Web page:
While living in Winchester, Illinois she met Edwin Sobieski Little, son of Brigham Young's sister, Susannah, and James Little, and was married to him in her father's home by Joseph Young, on the 22nd of March, 1842. Edwin was 26 years of age and even though she was only 16, she was well trained in home making. Their son, George Edwin, was born 6 August, 1844 in Nauvoo, Illinois.
      Harriet's mother and father separated the 9th of March, 1843. She later married Lorenzo Dow Young, brother of Brigham Young. Harriet's sisters, Lucy Ann and Clara Decker married Brigham Young. Her sister, Fanny, married Feramorz Little, a brother of her husband; [p.309] so Harriet and her family were closely associated with the leaders of the Church.
      During the time of the exodus from Nauvoo Harriet and Edwin with their son, George, crossed the Mississippi River and it is recorded in Harriet's history, "that Edwin was helping his Uncle Brigham Young across the river with the wagons, when the ice broke through throwing him into the icy water. He gained shore in safety but was chilled and wet."
      When the Saints arrived at Richardson's Point, fifty-five miles from Nauvoo, they remained there a few days and several of the brethren found work for which they received corn to sustain their teams. It was here Edwin Little was taken ill with lung fever. He was removed to a house two miles from camp but his condition continued to grow worse and he died on the 18th of March, 1846. He was buried near the present site of Keosauqua, Iowa, in a grove of trees a few rods from the road. The Saints stayed in Winter Quarters the winter of 1845–46.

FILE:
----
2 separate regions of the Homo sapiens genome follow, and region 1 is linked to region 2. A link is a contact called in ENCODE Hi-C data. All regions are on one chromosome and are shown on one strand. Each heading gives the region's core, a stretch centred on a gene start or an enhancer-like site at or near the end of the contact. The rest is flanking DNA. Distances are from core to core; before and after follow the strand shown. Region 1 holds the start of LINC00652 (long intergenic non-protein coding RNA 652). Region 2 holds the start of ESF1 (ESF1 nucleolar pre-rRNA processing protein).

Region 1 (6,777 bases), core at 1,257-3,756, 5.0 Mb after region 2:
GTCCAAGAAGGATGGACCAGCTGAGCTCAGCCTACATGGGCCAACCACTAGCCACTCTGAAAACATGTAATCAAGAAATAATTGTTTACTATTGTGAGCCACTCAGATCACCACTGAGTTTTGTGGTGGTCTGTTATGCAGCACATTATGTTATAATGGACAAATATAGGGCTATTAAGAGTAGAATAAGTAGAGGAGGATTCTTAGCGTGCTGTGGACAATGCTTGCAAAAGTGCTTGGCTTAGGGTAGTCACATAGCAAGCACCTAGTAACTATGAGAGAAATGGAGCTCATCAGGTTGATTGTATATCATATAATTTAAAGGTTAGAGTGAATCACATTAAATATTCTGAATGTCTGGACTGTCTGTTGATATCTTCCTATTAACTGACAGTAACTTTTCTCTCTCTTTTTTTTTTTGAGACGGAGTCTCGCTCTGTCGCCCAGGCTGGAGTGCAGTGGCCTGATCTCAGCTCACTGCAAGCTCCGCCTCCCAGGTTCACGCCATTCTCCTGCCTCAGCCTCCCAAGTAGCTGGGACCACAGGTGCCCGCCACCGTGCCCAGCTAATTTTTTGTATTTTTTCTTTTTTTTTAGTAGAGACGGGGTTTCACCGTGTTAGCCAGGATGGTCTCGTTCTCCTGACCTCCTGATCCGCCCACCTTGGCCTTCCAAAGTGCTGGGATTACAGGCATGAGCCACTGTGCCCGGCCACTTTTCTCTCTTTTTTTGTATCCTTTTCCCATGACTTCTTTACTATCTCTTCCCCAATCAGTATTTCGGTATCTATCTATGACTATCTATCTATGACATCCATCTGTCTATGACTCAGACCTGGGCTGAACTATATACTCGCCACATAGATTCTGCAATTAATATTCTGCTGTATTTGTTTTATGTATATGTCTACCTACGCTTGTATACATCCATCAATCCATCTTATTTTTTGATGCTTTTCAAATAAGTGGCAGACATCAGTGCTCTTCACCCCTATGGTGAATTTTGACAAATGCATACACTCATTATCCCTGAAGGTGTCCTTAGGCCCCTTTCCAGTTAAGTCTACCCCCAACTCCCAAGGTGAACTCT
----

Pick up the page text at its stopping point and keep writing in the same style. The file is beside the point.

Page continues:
Harriet's mother, Harriet Decker Young, her brother, Isaac Perry Decker, and sister, Clara Decker Young, were permitted to go with the first company. Harriet Amelia and her little son, Edwin, came with the second company of 1847 with Jedediah M. Grant as captain. It is told that she had a small box on the back of her wagon which contained three hens. These hens kept her supplied with eggs while crossing the plains. She, and her son, arrived safely in the valley the 2nd of October, happy to be reunited with her mother and other relatives.